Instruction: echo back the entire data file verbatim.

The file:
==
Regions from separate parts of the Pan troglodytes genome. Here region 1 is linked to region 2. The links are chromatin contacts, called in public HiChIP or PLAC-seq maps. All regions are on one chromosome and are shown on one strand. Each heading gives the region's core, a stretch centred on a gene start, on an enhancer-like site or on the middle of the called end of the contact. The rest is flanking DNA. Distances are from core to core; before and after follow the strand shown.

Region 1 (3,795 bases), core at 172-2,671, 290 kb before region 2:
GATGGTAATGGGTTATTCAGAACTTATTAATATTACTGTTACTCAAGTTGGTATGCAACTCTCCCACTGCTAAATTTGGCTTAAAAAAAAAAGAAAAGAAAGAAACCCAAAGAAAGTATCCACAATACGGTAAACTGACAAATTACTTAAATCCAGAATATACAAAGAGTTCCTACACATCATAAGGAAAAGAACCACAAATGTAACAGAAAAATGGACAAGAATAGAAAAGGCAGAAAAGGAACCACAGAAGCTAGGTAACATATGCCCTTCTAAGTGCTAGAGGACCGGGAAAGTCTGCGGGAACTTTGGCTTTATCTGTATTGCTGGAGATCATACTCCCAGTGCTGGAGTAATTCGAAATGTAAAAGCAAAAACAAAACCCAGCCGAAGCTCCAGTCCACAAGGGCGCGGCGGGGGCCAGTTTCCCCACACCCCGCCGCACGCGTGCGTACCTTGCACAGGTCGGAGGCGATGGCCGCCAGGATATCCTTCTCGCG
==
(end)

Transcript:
Regions from separate parts of the Pan troglodytes genome. Here region 1 is linked to region 2. The links are chromatin contacts, called in public HiChIP or PLAC-seq maps. All regions are on one chromosome and are shown on one strand. Each heading gives the region's core, a stretch centred on a gene start, on an enhancer-like site or on the middle of the called end of the contact. The rest is flanking DNA. Distances are from core to core; before and after follow the strand shown.

Region 1 (3,795 bases), core at 172-2,671, 290 kb before region 2:
GATGGTAATGGGTTATTCAGAACTTATTAATATTACTGTTACTCAAGTTGGTATGCAACTCTCCCACTGCTAAATTTGGCTTAAAAAAAAAAGAAAAGAAAGAAACCCAAAGAAAGTATCCACAATACGGTAAACTGACAAATTACTTAAATCCAGAATATACAAAGAGTTCCTACACATCATAAGGAAAAGAACCACAAATGTAACAGAAAAATGGACAAGAATAGAAAAGGCAGAAAAGGAACCACAGAAGCTAGGTAACATATGCCCTTCTAAGTGCTAGAGGACCGGGAAAGTCTGCGGGAACTTTGGCTTTATCTGTATTGCTGGAGATCATACTCCCAGTGCTGGAGTAATTCGAAATGTAAAAGCAAAAACAAAACCCAGCCGAAGCTCCAGTCCACAAGGGCGCGGCGGGGGCCAGTTTCCCCACACCCCGCCGCACGCGTGCGTACCTTGCACAGGTCGGAGGCGATGGCCGCCAGGATATCCTTCTCGCG